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NCJ Number: 251079 Find in a Library
Title: Using School Health Center to Promote Healthy Relationships in Adolescents
Corporate Author: National Institute of Justice (NIJ)
US Department of Justice
Office of Justice Programs
United States of America
Date Published: August 2017
Page Count: 2
Sponsoring Agency: National Institute of Justice (NIJ)
Washington, DC 20531
Sale Source: National Institute of Justice (NIJ)
US Department of Justice
Office of Justice Programs
810 Seventh Street NW
Washington, DC 20531
United States of America
Document: HTML
Type: Program/Project Description; Program/Project Evaluation; Report (Study/Research); Research (Applied/Empirical)
Format: Article; Document (Online)
Language: English
Country: United States of America
Annotation: This article summarizes the report, “Integrating Prevention and Intervention: A School Health Center Program to Promote Healthy Relationships,” which is based on a NIJ-funded project that examined the effectiveness of the School Health Center Healthy Adolescent Relationship Program (SHARP).
Abstract: SHARP’s goal is to educate and engage teens who are at risk of or are experiencing abuse in a peer relationship, which is a significant public health problem. The SHARP model provides a brief education and counseling intervention designed to improve teens’ recognition of adolescent relationship abuse. The SHARP intervention had three levels administered by school health center staff and student outreach teams. At the individual level, health center staff delivered a brief clinical intervention that characterized healthy and unhealthy relationships for all patients seeking services. At the clinic level, school health center staff received training in adolescent relationship abuse. At the school level, student-led outreach teams were created to encourage students to use the school health center services and promote healthy relationships and student safety. The research team’s evaluation of the program found that at the individual level, there were no overall differences between intervention and control participants regarding the recognition of abuse in an adolescent relationship, intentions to intervene, knowledge of and recent use of resources related to such abusive relationships, or self-awareness regarding harm-reduction strategies; however, intervention participants did show improved recognition of sexual coercion at follow-up. Regarding clinic-level results at 6 months post-training, 33 percent of providers reported increased counseling on harm-reduction strategies with their clients. At the school level, there was improvement in perceived safety of school climate in the intervention schools compared to control schools. The study concluded that integrating such a system into schools may be a promising tool for preventing abuse in adolescent relationships and intervening when it occurs.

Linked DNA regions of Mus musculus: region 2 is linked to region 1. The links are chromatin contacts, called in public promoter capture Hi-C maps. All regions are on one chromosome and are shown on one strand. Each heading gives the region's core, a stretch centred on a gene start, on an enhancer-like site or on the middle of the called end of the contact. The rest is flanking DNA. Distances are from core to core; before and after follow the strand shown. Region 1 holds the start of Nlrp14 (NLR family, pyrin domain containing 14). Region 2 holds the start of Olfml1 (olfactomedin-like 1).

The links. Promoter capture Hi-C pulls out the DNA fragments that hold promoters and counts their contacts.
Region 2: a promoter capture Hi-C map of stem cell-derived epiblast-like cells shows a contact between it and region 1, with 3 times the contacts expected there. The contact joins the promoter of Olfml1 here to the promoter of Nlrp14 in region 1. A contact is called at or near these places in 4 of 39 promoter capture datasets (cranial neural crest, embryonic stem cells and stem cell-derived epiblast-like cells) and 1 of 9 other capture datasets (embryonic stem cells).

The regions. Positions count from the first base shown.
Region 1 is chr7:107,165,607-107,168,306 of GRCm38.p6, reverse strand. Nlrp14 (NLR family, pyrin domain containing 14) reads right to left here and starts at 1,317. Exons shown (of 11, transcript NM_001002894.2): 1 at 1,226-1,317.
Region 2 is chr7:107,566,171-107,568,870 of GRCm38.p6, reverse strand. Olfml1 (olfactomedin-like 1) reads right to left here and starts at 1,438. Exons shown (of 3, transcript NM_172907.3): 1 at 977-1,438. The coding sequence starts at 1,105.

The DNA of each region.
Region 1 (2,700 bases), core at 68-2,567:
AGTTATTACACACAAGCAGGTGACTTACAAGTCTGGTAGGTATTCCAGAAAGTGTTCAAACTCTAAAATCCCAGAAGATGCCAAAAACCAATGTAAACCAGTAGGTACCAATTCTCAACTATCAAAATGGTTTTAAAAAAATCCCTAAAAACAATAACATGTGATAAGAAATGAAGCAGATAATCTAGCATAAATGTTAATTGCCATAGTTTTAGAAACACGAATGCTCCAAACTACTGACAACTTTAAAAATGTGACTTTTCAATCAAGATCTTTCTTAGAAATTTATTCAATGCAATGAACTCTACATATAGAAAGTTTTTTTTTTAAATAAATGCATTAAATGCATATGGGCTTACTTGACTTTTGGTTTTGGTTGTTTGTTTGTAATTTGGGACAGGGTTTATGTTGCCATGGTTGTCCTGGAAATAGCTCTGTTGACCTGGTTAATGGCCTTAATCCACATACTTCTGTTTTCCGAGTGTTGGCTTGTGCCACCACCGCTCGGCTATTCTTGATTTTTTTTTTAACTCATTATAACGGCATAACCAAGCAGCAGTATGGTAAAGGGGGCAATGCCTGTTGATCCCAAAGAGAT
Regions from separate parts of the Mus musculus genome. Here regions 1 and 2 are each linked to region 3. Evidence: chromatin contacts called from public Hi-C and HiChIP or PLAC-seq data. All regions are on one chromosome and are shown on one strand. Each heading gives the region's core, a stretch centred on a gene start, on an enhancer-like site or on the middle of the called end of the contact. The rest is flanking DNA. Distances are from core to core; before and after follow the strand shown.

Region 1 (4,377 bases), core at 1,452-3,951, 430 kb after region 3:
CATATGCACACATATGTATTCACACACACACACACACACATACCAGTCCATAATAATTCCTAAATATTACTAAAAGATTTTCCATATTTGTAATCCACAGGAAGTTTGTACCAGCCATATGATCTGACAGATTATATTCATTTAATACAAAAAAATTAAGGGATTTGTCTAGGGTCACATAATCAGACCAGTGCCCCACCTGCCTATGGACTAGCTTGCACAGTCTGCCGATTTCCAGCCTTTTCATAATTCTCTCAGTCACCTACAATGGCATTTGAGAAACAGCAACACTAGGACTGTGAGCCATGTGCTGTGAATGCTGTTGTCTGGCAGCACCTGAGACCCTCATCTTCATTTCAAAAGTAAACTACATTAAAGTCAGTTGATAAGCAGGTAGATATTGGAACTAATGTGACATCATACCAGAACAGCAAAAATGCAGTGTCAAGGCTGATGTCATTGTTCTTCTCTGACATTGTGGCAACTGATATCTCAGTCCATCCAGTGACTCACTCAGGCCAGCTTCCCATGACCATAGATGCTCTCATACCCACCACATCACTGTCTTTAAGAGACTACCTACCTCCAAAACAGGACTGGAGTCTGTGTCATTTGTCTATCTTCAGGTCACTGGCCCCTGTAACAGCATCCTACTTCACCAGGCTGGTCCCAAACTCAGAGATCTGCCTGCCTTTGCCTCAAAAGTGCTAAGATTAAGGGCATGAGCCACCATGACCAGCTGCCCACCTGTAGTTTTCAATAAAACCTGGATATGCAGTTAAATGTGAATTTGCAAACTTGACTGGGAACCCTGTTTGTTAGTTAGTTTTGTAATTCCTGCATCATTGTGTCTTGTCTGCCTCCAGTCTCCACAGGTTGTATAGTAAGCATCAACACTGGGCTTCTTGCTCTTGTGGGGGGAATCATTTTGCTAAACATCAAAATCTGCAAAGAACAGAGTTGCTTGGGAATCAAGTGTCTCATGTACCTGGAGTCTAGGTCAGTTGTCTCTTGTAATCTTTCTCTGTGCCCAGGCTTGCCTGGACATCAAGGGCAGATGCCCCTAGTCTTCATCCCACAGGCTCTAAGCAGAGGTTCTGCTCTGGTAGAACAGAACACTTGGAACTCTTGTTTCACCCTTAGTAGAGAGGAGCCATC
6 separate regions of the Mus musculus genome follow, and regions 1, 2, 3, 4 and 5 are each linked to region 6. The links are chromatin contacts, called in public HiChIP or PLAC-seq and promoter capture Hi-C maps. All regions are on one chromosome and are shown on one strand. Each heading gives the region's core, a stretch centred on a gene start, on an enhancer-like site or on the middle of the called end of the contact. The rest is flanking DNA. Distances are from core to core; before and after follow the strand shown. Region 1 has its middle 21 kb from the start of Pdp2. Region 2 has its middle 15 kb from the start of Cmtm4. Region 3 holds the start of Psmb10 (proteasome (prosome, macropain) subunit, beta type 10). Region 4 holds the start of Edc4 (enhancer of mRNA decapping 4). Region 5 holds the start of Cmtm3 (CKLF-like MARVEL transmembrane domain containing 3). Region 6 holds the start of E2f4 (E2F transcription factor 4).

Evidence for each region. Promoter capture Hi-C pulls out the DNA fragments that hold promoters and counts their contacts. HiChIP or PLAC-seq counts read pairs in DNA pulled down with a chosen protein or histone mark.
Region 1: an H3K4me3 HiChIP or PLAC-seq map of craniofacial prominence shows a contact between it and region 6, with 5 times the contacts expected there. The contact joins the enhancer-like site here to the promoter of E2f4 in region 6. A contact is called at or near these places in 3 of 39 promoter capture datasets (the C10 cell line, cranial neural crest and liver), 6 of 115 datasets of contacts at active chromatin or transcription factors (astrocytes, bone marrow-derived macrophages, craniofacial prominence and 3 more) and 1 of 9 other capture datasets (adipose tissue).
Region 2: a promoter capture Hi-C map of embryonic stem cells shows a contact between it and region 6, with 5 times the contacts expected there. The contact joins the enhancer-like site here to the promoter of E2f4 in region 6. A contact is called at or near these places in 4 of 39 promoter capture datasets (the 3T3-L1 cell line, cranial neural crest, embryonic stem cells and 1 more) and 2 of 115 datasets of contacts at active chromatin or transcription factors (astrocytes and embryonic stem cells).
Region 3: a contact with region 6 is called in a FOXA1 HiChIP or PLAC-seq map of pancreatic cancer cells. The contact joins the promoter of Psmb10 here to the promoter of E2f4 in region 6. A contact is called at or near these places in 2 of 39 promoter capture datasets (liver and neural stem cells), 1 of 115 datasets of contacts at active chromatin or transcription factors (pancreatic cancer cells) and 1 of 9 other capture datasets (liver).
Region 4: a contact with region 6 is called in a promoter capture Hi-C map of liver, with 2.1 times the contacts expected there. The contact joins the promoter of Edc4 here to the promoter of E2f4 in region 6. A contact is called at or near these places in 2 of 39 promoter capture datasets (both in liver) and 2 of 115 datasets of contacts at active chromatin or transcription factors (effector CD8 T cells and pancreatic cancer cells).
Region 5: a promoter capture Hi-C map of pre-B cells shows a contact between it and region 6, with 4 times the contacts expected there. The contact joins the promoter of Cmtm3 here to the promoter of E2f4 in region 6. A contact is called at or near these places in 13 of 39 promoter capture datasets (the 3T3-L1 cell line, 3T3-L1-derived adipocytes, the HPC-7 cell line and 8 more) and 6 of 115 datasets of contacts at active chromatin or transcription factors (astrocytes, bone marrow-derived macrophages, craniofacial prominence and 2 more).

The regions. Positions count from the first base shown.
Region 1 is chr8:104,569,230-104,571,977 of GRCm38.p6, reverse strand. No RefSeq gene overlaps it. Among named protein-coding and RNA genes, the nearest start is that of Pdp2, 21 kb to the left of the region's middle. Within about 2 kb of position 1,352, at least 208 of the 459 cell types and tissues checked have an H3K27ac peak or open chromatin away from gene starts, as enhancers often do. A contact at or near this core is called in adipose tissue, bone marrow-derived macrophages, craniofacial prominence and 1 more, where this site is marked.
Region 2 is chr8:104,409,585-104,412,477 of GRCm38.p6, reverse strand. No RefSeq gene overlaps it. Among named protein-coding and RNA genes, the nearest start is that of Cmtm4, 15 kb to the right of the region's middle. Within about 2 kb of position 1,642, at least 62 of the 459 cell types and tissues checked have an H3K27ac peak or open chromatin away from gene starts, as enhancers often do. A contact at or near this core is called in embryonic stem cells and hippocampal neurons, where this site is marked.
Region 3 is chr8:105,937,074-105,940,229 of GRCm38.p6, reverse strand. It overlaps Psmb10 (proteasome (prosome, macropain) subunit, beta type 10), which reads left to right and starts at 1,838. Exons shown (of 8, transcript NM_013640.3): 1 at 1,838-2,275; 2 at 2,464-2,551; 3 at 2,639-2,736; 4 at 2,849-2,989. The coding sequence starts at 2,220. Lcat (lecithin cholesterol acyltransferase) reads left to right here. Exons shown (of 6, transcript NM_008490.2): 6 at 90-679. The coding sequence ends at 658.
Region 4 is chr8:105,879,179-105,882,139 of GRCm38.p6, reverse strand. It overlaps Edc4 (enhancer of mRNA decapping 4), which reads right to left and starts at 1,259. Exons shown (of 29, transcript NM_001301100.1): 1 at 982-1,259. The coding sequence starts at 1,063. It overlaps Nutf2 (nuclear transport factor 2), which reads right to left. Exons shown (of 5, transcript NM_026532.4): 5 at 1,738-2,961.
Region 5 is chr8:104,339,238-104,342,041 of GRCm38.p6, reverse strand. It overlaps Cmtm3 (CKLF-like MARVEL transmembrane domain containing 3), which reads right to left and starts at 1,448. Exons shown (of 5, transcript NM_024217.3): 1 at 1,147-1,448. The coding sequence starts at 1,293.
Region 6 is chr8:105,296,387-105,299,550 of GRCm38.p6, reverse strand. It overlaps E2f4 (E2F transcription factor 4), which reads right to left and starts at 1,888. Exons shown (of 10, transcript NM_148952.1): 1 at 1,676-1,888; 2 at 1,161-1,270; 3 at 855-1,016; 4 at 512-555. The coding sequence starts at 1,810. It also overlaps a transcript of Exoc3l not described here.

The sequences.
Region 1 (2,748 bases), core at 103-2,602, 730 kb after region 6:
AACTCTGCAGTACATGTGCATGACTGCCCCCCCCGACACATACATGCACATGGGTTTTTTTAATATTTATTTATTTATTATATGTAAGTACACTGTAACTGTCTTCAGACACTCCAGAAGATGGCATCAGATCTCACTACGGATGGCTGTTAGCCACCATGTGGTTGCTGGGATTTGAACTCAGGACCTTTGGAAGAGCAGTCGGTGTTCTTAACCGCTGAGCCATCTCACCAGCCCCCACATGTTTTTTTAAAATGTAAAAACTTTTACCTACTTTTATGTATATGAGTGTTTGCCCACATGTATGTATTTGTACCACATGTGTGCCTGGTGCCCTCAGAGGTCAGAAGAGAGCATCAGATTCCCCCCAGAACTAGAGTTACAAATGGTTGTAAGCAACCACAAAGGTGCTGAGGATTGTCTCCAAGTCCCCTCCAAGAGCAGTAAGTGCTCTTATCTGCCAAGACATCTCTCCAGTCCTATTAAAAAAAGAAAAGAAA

Main Term(s): Juvenile Risk Factors
Index Term(s): NIJ grant-related documents; Peer influences on behavior; school climate; School delinquency programs; School health services; School-Based Programs; social engagement; Social Learning; Social skills training; Teen Dating Violence
To cite this abstract, use the following link:
http://www.ncjrs.gov/App/publications/abstract.aspx?ID=273259

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